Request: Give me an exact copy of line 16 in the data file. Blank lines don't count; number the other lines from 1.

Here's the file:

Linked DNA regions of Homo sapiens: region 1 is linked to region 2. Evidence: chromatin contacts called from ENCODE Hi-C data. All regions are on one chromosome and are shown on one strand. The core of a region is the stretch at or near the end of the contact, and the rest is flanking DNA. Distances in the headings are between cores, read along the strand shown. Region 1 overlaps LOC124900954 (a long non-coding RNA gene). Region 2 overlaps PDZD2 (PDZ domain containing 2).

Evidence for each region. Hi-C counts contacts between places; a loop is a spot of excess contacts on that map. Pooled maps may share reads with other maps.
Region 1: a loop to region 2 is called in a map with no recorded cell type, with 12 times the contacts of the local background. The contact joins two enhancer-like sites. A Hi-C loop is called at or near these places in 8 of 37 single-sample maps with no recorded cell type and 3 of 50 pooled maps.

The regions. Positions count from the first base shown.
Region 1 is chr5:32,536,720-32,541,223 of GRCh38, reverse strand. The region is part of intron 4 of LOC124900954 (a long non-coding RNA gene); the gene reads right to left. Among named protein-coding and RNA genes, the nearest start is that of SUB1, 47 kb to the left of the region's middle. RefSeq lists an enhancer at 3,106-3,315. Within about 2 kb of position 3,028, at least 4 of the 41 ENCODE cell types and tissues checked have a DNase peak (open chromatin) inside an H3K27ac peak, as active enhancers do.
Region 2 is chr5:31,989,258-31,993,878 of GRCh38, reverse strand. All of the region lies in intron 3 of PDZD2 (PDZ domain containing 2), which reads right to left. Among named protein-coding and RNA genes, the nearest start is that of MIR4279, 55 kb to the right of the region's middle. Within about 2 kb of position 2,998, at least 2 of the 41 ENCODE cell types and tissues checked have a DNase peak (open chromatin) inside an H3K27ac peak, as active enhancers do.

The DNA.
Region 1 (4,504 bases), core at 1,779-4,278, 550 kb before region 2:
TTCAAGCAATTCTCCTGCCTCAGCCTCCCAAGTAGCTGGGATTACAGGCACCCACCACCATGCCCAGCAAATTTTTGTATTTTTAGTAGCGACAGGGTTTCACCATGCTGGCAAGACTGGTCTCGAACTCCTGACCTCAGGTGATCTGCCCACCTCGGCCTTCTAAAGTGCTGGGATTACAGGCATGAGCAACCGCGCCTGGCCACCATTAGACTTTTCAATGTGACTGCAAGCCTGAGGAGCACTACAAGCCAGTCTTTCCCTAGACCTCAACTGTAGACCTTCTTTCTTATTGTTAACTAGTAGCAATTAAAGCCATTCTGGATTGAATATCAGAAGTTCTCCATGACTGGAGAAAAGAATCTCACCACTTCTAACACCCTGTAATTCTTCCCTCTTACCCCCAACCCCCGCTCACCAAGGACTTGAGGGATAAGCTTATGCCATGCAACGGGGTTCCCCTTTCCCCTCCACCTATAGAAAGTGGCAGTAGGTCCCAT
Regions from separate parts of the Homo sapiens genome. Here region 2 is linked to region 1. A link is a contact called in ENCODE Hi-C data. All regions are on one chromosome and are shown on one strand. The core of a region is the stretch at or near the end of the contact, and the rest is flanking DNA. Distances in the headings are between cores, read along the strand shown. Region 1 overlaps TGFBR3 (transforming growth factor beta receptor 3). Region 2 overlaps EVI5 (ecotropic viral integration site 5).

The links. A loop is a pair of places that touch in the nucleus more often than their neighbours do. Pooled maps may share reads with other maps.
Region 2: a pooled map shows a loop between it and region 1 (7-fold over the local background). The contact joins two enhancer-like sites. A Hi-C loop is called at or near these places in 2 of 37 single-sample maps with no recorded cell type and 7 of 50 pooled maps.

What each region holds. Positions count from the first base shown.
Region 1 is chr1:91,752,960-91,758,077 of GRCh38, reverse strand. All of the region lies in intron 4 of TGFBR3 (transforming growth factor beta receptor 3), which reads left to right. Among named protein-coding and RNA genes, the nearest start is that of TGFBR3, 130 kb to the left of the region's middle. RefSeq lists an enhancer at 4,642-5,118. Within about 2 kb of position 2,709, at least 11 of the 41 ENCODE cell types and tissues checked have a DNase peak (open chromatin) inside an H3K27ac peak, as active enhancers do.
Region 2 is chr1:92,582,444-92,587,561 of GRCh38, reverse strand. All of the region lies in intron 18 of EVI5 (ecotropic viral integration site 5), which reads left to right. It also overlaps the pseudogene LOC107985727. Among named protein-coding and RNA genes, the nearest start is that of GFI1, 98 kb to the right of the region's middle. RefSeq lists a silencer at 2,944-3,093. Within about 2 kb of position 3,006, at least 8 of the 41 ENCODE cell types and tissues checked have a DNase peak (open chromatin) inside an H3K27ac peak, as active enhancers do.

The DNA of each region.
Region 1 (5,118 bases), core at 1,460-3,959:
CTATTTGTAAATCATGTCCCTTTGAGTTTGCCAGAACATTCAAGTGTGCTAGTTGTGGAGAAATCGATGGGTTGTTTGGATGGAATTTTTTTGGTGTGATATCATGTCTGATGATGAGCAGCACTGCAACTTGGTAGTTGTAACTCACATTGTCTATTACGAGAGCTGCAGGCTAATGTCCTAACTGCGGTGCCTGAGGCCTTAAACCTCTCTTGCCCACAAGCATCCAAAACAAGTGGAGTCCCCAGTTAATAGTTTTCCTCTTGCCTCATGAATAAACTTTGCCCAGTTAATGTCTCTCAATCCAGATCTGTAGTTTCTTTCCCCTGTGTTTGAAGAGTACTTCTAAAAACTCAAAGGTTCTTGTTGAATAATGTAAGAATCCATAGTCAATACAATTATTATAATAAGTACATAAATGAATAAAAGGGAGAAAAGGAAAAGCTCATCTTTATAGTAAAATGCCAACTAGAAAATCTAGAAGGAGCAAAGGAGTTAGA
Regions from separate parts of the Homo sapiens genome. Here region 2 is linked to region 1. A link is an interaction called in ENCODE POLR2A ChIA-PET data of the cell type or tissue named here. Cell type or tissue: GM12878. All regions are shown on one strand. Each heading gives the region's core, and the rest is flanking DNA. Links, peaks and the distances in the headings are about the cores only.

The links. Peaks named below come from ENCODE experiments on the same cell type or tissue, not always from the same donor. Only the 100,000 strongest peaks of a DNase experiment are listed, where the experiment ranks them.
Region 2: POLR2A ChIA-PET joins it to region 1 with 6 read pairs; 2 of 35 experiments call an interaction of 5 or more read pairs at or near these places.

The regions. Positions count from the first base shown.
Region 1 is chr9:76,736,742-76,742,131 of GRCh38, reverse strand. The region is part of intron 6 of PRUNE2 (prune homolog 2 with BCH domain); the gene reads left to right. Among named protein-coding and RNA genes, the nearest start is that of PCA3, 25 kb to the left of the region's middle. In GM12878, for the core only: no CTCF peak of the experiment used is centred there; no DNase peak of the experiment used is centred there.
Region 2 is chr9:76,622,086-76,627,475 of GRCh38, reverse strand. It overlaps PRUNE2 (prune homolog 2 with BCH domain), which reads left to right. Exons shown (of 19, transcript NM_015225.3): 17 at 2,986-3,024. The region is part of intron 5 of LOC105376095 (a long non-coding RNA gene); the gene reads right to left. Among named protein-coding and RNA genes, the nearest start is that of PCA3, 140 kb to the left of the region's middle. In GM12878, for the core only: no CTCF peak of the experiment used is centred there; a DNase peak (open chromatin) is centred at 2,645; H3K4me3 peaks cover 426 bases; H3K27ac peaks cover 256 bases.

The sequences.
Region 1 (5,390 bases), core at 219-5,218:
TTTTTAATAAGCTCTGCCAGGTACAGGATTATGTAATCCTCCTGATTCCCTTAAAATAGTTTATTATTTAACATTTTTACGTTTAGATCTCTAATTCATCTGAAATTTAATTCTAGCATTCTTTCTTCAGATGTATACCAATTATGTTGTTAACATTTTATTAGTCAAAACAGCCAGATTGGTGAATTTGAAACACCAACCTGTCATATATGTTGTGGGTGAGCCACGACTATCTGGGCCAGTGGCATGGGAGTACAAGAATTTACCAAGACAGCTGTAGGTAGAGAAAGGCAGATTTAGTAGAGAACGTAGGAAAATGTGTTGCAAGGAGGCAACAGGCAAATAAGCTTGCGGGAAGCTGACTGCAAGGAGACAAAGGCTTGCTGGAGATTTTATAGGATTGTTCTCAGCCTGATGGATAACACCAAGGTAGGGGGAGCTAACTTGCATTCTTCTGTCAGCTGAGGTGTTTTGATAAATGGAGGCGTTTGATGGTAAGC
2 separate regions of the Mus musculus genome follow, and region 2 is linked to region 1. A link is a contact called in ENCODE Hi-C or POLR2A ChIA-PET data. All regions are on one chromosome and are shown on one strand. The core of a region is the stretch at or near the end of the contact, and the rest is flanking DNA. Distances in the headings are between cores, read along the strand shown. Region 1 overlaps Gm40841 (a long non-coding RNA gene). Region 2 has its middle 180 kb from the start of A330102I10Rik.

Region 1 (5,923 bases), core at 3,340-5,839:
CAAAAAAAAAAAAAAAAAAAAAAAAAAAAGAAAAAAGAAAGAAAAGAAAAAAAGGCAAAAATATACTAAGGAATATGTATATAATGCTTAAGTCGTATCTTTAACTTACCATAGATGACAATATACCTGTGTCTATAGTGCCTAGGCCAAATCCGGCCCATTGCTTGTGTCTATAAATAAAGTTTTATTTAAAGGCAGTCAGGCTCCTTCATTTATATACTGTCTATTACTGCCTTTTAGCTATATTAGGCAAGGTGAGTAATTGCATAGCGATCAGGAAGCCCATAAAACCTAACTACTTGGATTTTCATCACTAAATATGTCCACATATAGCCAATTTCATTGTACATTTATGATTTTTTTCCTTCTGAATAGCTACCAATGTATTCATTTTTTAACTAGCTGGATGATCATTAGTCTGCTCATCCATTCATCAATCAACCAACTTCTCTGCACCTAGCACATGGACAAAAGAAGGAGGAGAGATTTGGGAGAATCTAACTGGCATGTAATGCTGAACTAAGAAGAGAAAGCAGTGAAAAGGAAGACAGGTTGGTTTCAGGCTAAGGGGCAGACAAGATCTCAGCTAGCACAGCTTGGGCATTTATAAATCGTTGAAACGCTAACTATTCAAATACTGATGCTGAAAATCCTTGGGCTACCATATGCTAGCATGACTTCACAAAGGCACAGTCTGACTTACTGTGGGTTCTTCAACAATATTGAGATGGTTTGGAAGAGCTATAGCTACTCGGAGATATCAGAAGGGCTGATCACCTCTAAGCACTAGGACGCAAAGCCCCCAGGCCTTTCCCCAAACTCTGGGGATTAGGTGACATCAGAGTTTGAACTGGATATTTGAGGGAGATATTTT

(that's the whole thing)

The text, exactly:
The DNA of each region.